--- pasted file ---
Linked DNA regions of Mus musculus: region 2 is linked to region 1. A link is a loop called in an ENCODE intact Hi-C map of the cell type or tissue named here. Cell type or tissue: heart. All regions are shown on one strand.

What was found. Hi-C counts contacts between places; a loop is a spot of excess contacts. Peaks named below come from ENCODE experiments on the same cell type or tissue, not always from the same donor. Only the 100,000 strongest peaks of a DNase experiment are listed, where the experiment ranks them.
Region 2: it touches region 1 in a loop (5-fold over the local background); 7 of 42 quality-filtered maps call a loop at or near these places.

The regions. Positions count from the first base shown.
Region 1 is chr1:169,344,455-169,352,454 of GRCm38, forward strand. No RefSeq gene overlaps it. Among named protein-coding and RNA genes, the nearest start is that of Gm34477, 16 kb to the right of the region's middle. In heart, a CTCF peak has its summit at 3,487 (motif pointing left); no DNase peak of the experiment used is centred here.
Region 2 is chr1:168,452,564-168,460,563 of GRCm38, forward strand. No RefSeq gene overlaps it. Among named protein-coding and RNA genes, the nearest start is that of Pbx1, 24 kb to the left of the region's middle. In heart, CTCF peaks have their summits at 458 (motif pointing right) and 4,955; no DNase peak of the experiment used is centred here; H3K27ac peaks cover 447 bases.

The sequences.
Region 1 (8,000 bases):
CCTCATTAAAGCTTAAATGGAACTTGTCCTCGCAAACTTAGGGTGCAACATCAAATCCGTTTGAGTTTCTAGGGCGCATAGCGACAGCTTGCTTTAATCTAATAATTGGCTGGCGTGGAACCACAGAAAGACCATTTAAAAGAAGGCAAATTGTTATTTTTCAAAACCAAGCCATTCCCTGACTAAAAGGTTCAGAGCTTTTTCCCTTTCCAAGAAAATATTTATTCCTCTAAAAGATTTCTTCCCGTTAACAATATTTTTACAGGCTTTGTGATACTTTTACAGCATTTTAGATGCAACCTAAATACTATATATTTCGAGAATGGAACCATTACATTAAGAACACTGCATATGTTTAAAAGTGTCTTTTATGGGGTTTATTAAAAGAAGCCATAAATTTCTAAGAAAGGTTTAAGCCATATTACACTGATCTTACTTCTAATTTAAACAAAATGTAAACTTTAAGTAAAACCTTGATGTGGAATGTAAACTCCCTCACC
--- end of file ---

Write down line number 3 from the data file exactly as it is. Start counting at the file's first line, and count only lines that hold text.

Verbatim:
Region 2: it touches region 1 in a loop (5-fold over the local background); 7 of 42 quality-filtered maps call a loop at or near these places.